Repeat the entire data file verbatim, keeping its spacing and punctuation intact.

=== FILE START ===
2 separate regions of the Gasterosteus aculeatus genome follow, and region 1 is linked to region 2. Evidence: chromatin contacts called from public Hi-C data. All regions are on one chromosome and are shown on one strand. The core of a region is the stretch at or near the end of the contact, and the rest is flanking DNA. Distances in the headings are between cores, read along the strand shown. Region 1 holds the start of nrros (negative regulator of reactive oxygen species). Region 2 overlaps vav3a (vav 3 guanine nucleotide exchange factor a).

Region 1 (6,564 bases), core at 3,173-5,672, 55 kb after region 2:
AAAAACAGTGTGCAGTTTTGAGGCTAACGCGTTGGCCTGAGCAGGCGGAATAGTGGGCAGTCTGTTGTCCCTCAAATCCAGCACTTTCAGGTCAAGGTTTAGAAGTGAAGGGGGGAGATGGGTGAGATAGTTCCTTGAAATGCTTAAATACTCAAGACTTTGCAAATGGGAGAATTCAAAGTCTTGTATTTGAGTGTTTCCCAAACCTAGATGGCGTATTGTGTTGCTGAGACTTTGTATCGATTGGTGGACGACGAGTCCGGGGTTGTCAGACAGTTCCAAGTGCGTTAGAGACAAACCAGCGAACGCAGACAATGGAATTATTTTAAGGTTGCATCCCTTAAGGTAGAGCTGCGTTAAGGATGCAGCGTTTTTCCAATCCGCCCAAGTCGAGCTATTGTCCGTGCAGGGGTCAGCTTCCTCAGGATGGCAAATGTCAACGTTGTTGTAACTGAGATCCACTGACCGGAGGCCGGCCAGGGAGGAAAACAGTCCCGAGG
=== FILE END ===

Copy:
2 separate regions of the Gasterosteus aculeatus genome follow, and region 1 is linked to region 2. Evidence: chromatin contacts called from public Hi-C data. All regions are on one chromosome and are shown on one strand. The core of a region is the stretch at or near the end of the contact, and the rest is flanking DNA. Distances in the headings are between cores, read along the strand shown. Region 1 holds the start of nrros (negative regulator of reactive oxygen species). Region 2 overlaps vav3a (vav 3 guanine nucleotide exchange factor a).

Region 1 (6,564 bases), core at 3,173-5,672, 55 kb after region 2:
AAAAACAGTGTGCAGTTTTGAGGCTAACGCGTTGGCCTGAGCAGGCGGAATAGTGGGCAGTCTGTTGTCCCTCAAATCCAGCACTTTCAGGTCAAGGTTTAGAAGTGAAGGGGGGAGATGGGTGAGATAGTTCCTTGAAATGCTTAAATACTCAAGACTTTGCAAATGGGAGAATTCAAAGTCTTGTATTTGAGTGTTTCCCAAACCTAGATGGCGTATTGTGTTGCTGAGACTTTGTATCGATTGGTGGACGACGAGTCCGGGGTTGTCAGACAGTTCCAAGTGCGTTAGAGACAAACCAGCGAACGCAGACAATGGAATTATTTTAAGGTTGCATCCCTTAAGGTAGAGCTGCGTTAAGGATGCAGCGTTTTTCCAATCCGCCCAAGTCGAGCTATTGTCCGTGCAGGGGTCAGCTTCCTCAGGATGGCAAATGTCAACGTTGTTGTAACTGAGATCCACTGACCGGAGGCCGGCCAGGGAGGAAAACAGTCCCGAGG